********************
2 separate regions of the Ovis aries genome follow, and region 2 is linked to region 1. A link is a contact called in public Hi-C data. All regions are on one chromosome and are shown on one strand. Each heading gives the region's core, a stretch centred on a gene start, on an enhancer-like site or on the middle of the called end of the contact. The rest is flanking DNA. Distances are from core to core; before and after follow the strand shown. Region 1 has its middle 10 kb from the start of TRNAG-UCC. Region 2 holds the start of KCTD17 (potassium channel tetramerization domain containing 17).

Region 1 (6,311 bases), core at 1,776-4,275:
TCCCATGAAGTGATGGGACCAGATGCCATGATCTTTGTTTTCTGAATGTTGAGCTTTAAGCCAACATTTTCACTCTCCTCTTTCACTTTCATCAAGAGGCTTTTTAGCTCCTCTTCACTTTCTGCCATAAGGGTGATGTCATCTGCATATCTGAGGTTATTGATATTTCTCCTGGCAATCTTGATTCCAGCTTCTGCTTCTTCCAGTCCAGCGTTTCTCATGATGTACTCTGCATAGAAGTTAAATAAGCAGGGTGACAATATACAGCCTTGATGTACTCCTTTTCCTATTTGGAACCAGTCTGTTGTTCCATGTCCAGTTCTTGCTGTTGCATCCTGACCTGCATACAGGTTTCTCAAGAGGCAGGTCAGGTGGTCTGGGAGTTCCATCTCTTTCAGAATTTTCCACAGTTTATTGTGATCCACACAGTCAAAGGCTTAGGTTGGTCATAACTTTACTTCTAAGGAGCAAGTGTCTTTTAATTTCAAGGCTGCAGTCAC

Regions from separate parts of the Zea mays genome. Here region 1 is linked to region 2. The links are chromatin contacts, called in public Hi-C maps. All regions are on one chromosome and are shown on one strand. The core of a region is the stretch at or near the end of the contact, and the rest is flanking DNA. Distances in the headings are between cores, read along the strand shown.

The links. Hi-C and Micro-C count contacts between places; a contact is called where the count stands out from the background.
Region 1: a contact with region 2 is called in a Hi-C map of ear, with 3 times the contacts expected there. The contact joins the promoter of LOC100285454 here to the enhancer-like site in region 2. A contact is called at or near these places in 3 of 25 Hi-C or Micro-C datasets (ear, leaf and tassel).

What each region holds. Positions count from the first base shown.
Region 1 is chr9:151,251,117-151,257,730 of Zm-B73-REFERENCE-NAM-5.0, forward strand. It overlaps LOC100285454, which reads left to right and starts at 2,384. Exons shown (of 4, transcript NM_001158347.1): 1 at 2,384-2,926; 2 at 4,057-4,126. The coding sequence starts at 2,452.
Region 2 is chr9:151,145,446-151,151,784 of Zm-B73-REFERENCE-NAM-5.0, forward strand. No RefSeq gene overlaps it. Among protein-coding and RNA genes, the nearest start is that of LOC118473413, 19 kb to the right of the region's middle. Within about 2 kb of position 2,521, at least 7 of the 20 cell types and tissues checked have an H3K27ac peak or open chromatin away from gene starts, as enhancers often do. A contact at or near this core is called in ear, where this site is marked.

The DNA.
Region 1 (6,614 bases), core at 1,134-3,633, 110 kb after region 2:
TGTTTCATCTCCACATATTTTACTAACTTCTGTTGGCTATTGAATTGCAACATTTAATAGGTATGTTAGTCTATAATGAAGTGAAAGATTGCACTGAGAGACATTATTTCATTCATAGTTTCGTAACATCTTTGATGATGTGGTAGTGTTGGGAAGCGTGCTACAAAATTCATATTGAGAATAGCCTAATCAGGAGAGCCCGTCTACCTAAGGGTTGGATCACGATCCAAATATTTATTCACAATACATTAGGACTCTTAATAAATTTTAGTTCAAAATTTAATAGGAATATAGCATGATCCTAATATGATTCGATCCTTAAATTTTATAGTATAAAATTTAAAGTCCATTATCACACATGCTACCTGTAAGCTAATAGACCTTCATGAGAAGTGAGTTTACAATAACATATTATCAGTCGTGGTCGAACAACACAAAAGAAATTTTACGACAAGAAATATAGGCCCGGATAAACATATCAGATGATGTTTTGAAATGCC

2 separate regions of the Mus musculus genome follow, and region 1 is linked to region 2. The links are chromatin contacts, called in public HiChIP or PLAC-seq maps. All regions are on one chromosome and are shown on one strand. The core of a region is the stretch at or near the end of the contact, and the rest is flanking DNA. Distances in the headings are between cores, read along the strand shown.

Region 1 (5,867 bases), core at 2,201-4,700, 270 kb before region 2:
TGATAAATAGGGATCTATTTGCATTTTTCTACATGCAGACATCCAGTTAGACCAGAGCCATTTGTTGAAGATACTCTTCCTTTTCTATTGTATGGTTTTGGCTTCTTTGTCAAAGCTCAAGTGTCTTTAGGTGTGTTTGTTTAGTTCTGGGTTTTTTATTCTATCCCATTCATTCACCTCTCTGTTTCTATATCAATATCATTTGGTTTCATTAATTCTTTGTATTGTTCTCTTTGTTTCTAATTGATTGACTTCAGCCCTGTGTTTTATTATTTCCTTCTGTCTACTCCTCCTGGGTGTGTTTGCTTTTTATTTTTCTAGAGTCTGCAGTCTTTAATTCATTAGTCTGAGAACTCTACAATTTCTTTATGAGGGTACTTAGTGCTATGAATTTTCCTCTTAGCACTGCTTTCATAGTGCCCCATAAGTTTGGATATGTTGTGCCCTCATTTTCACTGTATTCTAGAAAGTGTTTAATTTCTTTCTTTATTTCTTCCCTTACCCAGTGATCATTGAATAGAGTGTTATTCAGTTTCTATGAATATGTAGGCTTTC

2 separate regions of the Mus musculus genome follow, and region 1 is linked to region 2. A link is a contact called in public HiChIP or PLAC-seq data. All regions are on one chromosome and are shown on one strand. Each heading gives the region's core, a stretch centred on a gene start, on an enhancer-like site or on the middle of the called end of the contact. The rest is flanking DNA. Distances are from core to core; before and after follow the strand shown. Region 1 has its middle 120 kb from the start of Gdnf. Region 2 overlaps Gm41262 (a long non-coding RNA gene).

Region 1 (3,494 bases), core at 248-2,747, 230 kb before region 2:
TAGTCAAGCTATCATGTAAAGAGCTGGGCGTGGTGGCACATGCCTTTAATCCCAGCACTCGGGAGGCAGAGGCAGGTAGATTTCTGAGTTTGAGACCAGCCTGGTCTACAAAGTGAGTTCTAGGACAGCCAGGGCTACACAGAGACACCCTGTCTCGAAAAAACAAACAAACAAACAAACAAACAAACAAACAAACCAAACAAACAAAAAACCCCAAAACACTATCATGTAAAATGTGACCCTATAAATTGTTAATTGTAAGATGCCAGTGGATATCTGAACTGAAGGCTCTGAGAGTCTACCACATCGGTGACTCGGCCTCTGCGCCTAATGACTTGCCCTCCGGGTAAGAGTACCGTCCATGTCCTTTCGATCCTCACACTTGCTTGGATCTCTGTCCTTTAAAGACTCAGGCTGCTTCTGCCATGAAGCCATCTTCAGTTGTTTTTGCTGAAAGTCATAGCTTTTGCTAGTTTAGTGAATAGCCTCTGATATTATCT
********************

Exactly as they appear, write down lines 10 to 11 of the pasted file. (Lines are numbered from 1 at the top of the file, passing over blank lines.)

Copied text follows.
The DNA.
Region 1 (6,614 bases), core at 1,134-3,633, 110 kb after region 2: